Green Palm Radiation- Green Palm Radiation

Green Palm Radiation- Green Palm Radiation

Green Palm Radiation- Green Palm Radiation

If you want something done right, you do it yourself. 

Jay Newberry takes that old saying, and he absolutely runs with it. On the self-titled debut, Newberry is responsible for every instrument, with the exception of the drums on one track. I guess it’s hard to find indie rockers wandering around in Guelph, Ontario. And at the time of the press release (maybe a few months?), Green Palm Radiation was actively looking for label representation. Come on, labels, throw this guy a bone! Indie rock is all about the underdog, but my god, Jay Newberry is the underdog of underdogs. I’m going on record as saying that I’m rooting for him. 

Green Palm Radiation is like $5 budget lo-fi. It sounds like he put in a blank cassette in the player and hit record, but fortunately, it plays to his advantage. The hiss of the recording sets the environment for the haziness that Newberry wants to create. Amid the buzz, the guitars, keyboard, percussion, and vocals rattle with charm, and while the instrument sharpness is dulled by the sound quality, it actually makes them sound more distinct, more Newberry-ish. The ultimate result is music that calls back to early 90’s Guided By Voices, with its gauzy guitar pop. The guitars resonate with vibrant strumming, while the keyboards lay on the psyche-pop noise with all sorts of different effects. The hooks are solid, but the real winner on the album is the quirky interaction between the guitars and the keyboards. It makes the instrumentation a unique and singular experience, and with all these noise-pop bands on the scene today, that’s saying something; there’s as much or more character in the music with GPR as there is with No Age, Wavves, Times New Viking, you name it.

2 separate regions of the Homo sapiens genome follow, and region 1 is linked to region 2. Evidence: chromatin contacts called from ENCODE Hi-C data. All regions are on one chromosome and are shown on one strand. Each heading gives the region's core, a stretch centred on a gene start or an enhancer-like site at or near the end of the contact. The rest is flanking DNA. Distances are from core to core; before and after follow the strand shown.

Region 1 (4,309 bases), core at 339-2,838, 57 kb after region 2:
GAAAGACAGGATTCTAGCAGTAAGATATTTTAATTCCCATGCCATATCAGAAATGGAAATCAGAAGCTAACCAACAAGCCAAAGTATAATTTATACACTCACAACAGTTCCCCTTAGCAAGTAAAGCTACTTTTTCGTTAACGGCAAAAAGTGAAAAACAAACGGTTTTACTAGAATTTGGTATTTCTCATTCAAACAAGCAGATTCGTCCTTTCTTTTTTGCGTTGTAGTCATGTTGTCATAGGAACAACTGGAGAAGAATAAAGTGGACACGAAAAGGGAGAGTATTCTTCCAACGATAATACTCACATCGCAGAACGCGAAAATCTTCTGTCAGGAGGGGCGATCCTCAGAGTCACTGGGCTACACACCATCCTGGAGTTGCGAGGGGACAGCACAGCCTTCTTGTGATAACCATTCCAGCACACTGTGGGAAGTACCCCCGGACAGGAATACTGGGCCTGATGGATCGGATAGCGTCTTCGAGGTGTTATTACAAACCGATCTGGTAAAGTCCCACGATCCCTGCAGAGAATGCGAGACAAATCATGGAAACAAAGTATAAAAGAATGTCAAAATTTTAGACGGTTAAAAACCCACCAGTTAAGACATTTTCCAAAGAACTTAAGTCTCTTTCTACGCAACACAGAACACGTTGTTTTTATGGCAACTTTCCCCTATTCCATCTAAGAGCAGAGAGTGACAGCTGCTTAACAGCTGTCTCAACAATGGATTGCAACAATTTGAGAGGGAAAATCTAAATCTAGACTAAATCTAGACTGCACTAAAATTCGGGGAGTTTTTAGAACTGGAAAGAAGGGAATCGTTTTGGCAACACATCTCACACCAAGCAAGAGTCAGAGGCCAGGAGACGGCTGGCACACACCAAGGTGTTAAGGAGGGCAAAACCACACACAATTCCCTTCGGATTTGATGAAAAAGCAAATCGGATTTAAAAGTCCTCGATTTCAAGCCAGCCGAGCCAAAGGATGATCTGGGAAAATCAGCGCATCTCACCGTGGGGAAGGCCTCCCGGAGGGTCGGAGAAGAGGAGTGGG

The album is at it’s best, though, when the melodies can match the quirkiness or haziness of their musical counterparts. The closer “Rachel Brook” is the only song where Newberry sings in long, thick lines, while the music follows suit and makes for a sweet, dreamy listen. “Son of Volare” uses a great off-color melody among watery instrumentation, to make a really tremendous song that transcends its own simplicity. Following that gem, “Shudder” hits greatness as well. The song ditches the traditional pop melody for a deadpanned, melancholy one that works to a much greater advantage. The music is routine in execution, but wonderful in outcome, with a lazy groove formed from stuttering percussion and thick acoustic chords.

Jay Newberry has a good album here, no doubt about it. With the help of a label, Newberry might be able to focus in on his strengths, which could deliver a frighteningly great record. Newberry knows, with the lo-fi noise, guitars, and keyboards, how to create off-kilter, lush sounding songs. But whenever he opts for equally off-kilter melodies, rather than traditional pop ones, the results go from good to stunning. I’m rooting for Jay Newberry and Green Palm Radiation, but when he decides to fully embrace his unorthodox side, i.e. “Son of Volare,” “Shudder”, he might not be an underdog anymore.